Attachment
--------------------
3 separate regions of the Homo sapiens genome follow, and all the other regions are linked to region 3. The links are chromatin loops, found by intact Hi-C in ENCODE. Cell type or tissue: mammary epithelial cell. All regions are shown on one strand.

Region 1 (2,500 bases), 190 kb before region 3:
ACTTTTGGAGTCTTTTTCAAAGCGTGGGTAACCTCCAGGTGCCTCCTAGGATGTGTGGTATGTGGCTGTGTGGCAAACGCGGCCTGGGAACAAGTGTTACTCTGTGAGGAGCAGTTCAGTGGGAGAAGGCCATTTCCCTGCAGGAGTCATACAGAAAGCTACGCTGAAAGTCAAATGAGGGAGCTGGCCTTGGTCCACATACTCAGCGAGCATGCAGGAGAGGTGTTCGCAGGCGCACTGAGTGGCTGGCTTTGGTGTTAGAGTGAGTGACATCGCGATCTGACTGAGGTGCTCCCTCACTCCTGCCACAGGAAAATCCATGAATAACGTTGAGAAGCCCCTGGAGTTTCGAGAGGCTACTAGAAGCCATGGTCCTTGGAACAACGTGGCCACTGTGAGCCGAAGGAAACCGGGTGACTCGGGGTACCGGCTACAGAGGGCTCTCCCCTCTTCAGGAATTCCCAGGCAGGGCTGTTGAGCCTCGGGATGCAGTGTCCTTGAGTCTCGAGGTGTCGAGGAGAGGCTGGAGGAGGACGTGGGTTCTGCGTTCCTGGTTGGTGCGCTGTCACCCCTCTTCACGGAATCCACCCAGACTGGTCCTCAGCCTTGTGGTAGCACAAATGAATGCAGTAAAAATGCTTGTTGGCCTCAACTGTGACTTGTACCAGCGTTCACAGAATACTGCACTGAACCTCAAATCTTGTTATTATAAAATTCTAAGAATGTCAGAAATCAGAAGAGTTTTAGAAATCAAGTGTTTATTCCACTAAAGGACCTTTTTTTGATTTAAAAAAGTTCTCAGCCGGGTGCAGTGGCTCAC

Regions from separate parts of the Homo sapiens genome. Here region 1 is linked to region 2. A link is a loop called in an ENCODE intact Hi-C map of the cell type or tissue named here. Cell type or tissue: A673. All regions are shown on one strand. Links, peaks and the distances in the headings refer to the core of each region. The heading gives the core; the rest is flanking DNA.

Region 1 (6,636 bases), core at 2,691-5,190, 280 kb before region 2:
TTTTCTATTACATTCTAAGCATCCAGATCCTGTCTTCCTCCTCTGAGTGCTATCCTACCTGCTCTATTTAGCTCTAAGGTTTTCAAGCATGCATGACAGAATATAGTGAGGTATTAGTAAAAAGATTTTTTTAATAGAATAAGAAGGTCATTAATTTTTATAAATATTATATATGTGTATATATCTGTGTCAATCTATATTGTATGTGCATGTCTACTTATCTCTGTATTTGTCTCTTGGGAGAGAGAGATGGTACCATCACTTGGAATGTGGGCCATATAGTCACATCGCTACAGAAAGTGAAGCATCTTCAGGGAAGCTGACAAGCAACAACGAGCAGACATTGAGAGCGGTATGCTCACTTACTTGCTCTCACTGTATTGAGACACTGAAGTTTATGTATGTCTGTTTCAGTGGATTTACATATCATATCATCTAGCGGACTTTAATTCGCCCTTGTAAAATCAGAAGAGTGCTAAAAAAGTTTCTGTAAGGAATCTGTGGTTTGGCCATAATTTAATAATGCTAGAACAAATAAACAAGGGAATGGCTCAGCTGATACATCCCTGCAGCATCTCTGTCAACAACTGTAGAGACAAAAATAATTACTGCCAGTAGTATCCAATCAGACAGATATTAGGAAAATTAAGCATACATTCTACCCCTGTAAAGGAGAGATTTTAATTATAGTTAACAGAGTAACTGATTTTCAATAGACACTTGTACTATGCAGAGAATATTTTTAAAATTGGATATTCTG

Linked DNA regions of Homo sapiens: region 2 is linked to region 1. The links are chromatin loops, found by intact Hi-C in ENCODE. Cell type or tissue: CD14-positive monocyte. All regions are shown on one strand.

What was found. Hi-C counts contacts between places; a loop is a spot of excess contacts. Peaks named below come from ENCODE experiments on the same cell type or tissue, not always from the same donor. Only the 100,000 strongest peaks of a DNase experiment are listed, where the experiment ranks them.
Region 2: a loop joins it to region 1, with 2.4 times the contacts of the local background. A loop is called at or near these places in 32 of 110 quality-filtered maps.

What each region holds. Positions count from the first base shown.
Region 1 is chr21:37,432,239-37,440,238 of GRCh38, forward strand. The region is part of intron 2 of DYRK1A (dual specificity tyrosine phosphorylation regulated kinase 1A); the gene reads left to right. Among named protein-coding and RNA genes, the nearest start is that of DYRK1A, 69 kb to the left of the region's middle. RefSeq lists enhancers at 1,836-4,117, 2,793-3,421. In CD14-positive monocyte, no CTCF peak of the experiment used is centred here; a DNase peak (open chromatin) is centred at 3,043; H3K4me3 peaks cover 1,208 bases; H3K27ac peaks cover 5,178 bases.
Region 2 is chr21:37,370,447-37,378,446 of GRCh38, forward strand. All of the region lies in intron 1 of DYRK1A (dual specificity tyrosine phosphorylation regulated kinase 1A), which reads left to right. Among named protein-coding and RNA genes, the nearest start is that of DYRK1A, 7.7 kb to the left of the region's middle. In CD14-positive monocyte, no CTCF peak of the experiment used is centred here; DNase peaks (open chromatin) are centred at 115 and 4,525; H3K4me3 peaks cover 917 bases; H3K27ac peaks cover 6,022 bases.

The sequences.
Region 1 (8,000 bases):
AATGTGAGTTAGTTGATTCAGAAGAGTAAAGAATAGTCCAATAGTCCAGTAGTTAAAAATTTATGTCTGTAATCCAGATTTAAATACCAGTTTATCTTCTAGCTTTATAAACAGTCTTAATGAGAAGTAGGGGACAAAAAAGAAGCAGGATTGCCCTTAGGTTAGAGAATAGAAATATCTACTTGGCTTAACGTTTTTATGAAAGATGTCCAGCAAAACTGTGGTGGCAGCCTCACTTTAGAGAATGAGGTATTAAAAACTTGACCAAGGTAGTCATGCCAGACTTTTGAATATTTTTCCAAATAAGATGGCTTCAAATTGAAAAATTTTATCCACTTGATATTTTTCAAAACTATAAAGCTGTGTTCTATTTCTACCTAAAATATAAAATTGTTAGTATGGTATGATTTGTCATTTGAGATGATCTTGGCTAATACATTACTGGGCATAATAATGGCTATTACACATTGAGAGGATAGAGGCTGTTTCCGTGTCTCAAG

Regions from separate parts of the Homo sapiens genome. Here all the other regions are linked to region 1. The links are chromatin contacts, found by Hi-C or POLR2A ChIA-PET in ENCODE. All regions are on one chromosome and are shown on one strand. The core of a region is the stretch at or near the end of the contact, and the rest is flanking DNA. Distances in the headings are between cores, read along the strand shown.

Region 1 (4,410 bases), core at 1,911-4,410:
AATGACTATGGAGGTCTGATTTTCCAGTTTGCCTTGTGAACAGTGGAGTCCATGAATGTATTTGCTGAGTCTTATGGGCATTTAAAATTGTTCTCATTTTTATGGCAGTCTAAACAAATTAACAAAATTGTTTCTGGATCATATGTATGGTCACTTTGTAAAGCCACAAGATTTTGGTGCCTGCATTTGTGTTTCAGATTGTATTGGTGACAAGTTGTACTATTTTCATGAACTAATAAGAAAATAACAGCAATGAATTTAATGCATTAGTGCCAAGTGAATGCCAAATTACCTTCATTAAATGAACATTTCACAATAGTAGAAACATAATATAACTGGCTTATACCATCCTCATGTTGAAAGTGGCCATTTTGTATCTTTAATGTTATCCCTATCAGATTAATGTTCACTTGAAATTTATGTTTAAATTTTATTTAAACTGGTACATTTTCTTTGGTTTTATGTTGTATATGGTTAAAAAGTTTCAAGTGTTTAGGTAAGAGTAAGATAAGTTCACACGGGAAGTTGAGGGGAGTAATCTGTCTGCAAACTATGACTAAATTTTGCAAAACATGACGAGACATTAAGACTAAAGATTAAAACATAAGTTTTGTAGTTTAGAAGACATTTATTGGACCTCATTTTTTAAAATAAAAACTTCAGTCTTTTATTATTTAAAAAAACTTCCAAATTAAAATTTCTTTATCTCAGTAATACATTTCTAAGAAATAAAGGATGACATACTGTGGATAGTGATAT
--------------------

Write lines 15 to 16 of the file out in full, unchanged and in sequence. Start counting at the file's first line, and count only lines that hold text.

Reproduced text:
AATGTGAGTTAGTTGATTCAGAAGAGTAAAGAATAGTCCAATAGTCCAGTAGTTAAAAATTTATGTCTGTAATCCAGATTTAAATACCAGTTTATCTTCTAGCTTTATAAACAGTCTTAATGAGAAGTAGGGGACAAAAAAGAAGCAGGATTGCCCTTAGGTTAGAGAATAGAAATATCTACTTGGCTTAACGTTTTTATGAAAGATGTCCAGCAAAACTGTGGTGGCAGCCTCACTTTAGAGAATGAGGTATTAAAAACTTGACCAAGGTAGTCATGCCAGACTTTTGAATATTTTTCCAAATAAGATGGCTTCAAATTGAAAAATTTTATCCACTTGATATTTTTCAAAACTATAAAGCTGTGTTCTATTTCTACCTAAAATATAAAATTGTTAGTATGGTATGATTTGTCATTTGAGATGATCTTGGCTAATACATTACTGGGCATAATAATGGCTATTACACATTGAGAGGATAGAGGCTGTTTCCGTGTCTCAAG

Regions from separate parts of the Homo sapiens genome. Here all the other regions are linked to region 1. The links are chromatin contacts, found by Hi-C or POLR2A ChIA-PET in ENCODE. All regions are on one chromosome and are shown on one strand. The core of a region is the stretch at or near the end of the contact, and the rest is flanking DNA. Distances in the headings are between cores, read along the strand shown.